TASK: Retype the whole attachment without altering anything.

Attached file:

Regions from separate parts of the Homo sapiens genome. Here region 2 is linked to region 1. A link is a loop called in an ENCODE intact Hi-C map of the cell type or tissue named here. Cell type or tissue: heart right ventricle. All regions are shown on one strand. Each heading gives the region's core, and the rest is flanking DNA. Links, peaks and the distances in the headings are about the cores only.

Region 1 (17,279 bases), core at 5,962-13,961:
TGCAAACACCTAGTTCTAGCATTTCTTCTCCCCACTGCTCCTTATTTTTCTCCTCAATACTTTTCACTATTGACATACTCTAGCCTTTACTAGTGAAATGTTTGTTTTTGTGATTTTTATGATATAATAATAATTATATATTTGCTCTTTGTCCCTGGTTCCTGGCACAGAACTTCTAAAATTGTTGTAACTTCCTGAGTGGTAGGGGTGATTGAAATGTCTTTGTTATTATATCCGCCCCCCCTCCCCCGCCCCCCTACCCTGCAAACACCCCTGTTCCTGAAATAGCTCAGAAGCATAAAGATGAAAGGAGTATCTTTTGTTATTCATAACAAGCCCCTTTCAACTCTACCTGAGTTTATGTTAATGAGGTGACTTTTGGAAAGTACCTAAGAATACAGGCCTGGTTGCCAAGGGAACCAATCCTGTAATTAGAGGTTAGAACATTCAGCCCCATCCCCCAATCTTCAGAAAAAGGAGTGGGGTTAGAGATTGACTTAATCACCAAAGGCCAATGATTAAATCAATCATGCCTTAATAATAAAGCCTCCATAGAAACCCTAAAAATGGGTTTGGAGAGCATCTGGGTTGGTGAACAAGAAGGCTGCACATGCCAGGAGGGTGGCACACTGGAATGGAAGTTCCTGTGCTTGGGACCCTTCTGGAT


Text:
Regions from separate parts of the Homo sapiens genome. Here region 2 is linked to region 1. A link is a loop called in an ENCODE intact Hi-C map of the cell type or tissue named here. Cell type or tissue: heart right ventricle. All regions are shown on one strand. Each heading gives the region's core, and the rest is flanking DNA. Links, peaks and the distances in the headings are about the cores only.

Region 1 (17,279 bases), core at 5,962-13,961:
TGCAAACACCTAGTTCTAGCATTTCTTCTCCCCACTGCTCCTTATTTTTCTCCTCAATACTTTTCACTATTGACATACTCTAGCCTTTACTAGTGAAATGTTTGTTTTTGTGATTTTTATGATATAATAATAATTATATATTTGCTCTTTGTCCCTGGTTCCTGGCACAGAACTTCTAAAATTGTTGTAACTTCCTGAGTGGTAGGGGTGATTGAAATGTCTTTGTTATTATATCCGCCCCCCCTCCCCCGCCCCCCTACCCTGCAAACACCCCTGTTCCTGAAATAGCTCAGAAGCATAAAGATGAAAGGAGTATCTTTTGTTATTCATAACAAGCCCCTTTCAACTCTACCTGAGTTTATGTTAATGAGGTGACTTTTGGAAAGTACCTAAGAATACAGGCCTGGTTGCCAAGGGAACCAATCCTGTAATTAGAGGTTAGAACATTCAGCCCCATCCCCCAATCTTCAGAAAAAGGAGTGGGGTTAGAGATTGACTTAATCACCAAAGGCCAATGATTAAATCAATCATGCCTTAATAATAAAGCCTCCATAGAAACCCTAAAAATGGGTTTGGAGAGCATCTGGGTTGGTGAACAAGAAGGCTGCACATGCCAGGAGGGTGGCACACTGGAATGGAAGTTCCTGTGCTTGGGACCCTTCTGGAT